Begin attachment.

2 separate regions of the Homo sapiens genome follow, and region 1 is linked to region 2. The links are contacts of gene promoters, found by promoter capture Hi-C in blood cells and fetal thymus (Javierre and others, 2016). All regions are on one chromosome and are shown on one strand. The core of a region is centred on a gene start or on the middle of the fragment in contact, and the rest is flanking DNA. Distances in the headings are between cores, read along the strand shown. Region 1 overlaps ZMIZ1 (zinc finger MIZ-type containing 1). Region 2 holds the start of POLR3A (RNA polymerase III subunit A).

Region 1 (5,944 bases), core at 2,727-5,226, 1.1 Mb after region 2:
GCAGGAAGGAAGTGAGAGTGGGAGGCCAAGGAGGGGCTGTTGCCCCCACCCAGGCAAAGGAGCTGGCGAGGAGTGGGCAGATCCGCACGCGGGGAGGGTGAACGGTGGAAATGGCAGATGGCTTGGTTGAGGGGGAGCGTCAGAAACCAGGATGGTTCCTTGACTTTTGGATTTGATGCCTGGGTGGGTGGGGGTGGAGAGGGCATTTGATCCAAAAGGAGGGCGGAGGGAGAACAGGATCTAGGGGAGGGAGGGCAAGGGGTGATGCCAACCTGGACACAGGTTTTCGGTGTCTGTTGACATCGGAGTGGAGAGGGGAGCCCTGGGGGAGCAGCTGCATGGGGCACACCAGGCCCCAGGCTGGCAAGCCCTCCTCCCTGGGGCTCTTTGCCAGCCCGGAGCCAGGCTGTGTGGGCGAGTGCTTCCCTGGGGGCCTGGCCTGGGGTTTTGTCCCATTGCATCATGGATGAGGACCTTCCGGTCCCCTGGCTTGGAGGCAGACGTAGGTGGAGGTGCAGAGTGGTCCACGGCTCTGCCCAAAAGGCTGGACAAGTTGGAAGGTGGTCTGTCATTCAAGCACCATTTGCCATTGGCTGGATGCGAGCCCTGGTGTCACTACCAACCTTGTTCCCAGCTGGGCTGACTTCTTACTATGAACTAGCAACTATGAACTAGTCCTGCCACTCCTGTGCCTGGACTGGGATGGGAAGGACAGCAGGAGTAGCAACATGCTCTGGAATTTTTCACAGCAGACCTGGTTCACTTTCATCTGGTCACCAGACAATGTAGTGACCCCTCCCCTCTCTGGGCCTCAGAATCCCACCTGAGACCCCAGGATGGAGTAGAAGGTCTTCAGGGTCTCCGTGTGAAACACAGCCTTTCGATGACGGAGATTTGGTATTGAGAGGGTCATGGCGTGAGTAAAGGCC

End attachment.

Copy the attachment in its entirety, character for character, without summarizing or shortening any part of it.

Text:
2 separate regions of the Homo sapiens genome follow, and region 1 is linked to region 2. The links are contacts of gene promoters, found by promoter capture Hi-C in blood cells and fetal thymus (Javierre and others, 2016). All regions are on one chromosome and are shown on one strand. The core of a region is centred on a gene start or on the middle of the fragment in contact, and the rest is flanking DNA. Distances in the headings are between cores, read along the strand shown. Region 1 overlaps ZMIZ1 (zinc finger MIZ-type containing 1). Region 2 holds the start of POLR3A (RNA polymerase III subunit A).

Region 1 (5,944 bases), core at 2,727-5,226, 1.1 Mb after region 2:
GCAGGAAGGAAGTGAGAGTGGGAGGCCAAGGAGGGGCTGTTGCCCCCACCCAGGCAAAGGAGCTGGCGAGGAGTGGGCAGATCCGCACGCGGGGAGGGTGAACGGTGGAAATGGCAGATGGCTTGGTTGAGGGGGAGCGTCAGAAACCAGGATGGTTCCTTGACTTTTGGATTTGATGCCTGGGTGGGTGGGGGTGGAGAGGGCATTTGATCCAAAAGGAGGGCGGAGGGAGAACAGGATCTAGGGGAGGGAGGGCAAGGGGTGATGCCAACCTGGACACAGGTTTTCGGTGTCTGTTGACATCGGAGTGGAGAGGGGAGCCCTGGGGGAGCAGCTGCATGGGGCACACCAGGCCCCAGGCTGGCAAGCCCTCCTCCCTGGGGCTCTTTGCCAGCCCGGAGCCAGGCTGTGTGGGCGAGTGCTTCCCTGGGGGCCTGGCCTGGGGTTTTGTCCCATTGCATCATGGATGAGGACCTTCCGGTCCCCTGGCTTGGAGGCAGACGTAGGTGGAGGTGCAGAGTGGTCCACGGCTCTGCCCAAAAGGCTGGACAAGTTGGAAGGTGGTCTGTCATTCAAGCACCATTTGCCATTGGCTGGATGCGAGCCCTGGTGTCACTACCAACCTTGTTCCCAGCTGGGCTGACTTCTTACTATGAACTAGCAACTATGAACTAGTCCTGCCACTCCTGTGCCTGGACTGGGATGGGAAGGACAGCAGGAGTAGCAACATGCTCTGGAATTTTTCACAGCAGACCTGGTTCACTTTCATCTGGTCACCAGACAATGTAGTGACCCCTCCCCTCTCTGGGCCTCAGAATCCCACCTGAGACCCCAGGATGGAGTAGAAGGTCTTCAGGGTCTCCGTGTGAAACACAGCCTTTCGATGACGGAGATTTGGTATTGAGAGGGTCATGGCGTGAGTAAAGGCC